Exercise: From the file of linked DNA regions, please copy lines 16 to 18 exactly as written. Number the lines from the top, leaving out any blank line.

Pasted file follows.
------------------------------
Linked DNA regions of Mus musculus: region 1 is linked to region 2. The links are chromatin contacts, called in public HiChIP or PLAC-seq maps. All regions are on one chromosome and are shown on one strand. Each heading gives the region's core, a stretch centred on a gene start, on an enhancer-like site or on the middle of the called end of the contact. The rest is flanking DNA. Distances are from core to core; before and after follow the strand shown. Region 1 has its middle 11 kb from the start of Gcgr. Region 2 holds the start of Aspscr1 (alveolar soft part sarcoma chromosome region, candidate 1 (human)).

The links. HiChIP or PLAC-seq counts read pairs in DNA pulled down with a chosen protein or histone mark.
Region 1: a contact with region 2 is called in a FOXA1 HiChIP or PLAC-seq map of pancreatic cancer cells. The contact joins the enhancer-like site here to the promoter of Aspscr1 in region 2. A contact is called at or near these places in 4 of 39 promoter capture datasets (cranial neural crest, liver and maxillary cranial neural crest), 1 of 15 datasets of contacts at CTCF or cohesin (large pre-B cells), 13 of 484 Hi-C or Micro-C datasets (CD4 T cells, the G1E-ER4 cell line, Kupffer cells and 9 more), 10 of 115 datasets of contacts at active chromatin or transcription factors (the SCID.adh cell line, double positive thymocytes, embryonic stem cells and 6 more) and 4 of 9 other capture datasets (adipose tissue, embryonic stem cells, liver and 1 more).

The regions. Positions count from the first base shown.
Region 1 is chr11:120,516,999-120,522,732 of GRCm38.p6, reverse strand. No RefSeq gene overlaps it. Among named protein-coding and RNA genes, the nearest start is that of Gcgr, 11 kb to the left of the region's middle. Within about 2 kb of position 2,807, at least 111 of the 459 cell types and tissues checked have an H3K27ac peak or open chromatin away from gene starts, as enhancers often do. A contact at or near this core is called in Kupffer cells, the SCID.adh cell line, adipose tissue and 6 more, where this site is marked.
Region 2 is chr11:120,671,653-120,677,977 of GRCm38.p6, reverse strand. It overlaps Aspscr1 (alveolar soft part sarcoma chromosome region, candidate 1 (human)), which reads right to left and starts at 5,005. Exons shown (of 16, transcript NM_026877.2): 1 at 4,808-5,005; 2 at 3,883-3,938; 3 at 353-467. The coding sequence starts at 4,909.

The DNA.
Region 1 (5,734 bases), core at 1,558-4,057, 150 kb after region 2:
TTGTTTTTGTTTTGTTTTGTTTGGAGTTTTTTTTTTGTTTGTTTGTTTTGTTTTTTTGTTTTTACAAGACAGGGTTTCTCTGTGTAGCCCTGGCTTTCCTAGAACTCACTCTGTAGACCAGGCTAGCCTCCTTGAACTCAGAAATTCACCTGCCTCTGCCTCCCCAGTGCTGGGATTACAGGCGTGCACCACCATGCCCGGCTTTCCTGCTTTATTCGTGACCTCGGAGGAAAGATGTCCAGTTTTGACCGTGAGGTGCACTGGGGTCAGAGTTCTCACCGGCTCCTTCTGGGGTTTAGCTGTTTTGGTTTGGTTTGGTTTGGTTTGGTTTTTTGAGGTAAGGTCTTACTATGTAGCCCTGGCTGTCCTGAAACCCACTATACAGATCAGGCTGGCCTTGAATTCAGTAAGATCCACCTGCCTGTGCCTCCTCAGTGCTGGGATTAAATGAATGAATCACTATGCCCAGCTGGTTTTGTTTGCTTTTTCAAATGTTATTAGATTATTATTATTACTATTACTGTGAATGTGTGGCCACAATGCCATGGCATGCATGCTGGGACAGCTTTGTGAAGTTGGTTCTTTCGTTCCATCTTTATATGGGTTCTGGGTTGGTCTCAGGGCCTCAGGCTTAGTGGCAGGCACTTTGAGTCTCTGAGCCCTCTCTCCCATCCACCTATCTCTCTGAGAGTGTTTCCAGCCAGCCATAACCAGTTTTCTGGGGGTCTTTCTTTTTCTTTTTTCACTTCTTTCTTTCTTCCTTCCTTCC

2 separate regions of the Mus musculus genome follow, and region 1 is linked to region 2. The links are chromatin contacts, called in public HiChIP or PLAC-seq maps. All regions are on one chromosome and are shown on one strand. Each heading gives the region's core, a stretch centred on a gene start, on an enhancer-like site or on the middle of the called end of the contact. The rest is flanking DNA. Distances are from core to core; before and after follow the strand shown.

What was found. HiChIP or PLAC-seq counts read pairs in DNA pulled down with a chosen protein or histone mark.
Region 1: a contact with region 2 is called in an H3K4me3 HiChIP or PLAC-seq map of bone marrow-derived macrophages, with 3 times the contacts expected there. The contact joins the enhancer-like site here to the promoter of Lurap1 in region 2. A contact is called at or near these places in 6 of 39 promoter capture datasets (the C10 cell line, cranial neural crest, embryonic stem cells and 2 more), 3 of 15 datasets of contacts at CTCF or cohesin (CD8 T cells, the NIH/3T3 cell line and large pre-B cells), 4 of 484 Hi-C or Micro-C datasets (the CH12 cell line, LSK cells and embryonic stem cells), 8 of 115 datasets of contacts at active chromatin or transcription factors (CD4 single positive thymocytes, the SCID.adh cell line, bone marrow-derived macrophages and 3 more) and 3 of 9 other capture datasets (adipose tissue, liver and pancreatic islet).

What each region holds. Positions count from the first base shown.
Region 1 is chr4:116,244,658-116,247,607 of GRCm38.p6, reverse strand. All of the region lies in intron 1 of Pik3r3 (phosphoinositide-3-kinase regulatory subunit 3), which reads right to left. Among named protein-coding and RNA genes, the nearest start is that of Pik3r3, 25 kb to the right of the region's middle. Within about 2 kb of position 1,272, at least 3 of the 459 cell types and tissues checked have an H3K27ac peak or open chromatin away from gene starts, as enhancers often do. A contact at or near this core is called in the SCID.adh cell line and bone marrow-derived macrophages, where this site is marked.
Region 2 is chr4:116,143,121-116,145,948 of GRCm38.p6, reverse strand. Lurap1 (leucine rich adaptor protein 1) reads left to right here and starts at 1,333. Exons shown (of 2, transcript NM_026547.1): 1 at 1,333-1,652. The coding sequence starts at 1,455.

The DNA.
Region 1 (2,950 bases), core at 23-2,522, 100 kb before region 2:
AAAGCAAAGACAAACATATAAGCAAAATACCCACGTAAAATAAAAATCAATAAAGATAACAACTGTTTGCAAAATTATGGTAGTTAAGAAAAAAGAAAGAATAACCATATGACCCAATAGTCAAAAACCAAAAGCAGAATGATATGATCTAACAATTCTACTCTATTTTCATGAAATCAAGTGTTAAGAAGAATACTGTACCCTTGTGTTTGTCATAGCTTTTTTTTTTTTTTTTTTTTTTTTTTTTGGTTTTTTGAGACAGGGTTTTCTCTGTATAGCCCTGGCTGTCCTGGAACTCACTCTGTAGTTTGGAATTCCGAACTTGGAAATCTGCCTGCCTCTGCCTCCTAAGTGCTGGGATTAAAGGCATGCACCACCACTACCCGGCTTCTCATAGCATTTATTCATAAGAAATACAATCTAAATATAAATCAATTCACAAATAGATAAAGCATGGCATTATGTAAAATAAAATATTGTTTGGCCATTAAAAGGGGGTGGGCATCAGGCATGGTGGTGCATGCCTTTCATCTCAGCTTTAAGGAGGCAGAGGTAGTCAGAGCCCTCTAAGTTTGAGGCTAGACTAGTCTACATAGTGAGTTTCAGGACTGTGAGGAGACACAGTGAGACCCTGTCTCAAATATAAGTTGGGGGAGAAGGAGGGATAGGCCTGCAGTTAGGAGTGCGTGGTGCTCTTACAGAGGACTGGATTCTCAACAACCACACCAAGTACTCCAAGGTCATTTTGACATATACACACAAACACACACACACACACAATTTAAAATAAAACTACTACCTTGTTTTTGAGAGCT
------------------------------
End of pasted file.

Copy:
The DNA.
Region 1 (2,950 bases), core at 23-2,522, 100 kb before region 2:
AAAGCAAAGACAAACATATAAGCAAAATACCCACGTAAAATAAAAATCAATAAAGATAACAACTGTTTGCAAAATTATGGTAGTTAAGAAAAAAGAAAGAATAACCATATGACCCAATAGTCAAAAACCAAAAGCAGAATGATATGATCTAACAATTCTACTCTATTTTCATGAAATCAAGTGTTAAGAAGAATACTGTACCCTTGTGTTTGTCATAGCTTTTTTTTTTTTTTTTTTTTTTTTTTTTGGTTTTTTGAGACAGGGTTTTCTCTGTATAGCCCTGGCTGTCCTGGAACTCACTCTGTAGTTTGGAATTCCGAACTTGGAAATCTGCCTGCCTCTGCCTCCTAAGTGCTGGGATTAAAGGCATGCACCACCACTACCCGGCTTCTCATAGCATTTATTCATAAGAAATACAATCTAAATATAAATCAATTCACAAATAGATAAAGCATGGCATTATGTAAAATAAAATATTGTTTGGCCATTAAAAGGGGGTGGGCATCAGGCATGGTGGTGCATGCCTTTCATCTCAGCTTTAAGGAGGCAGAGGTAGTCAGAGCCCTCTAAGTTTGAGGCTAGACTAGTCTACATAGTGAGTTTCAGGACTGTGAGGAGACACAGTGAGACCCTGTCTCAAATATAAGTTGGGGGAGAAGGAGGGATAGGCCTGCAGTTAGGAGTGCGTGGTGCTCTTACAGAGGACTGGATTCTCAACAACCACACCAAGTACTCCAAGGTCATTTTGACATATACACACAAACACACACACACACACAATTTAAAATAAAACTACTACCTTGTTTTTGAGAGCT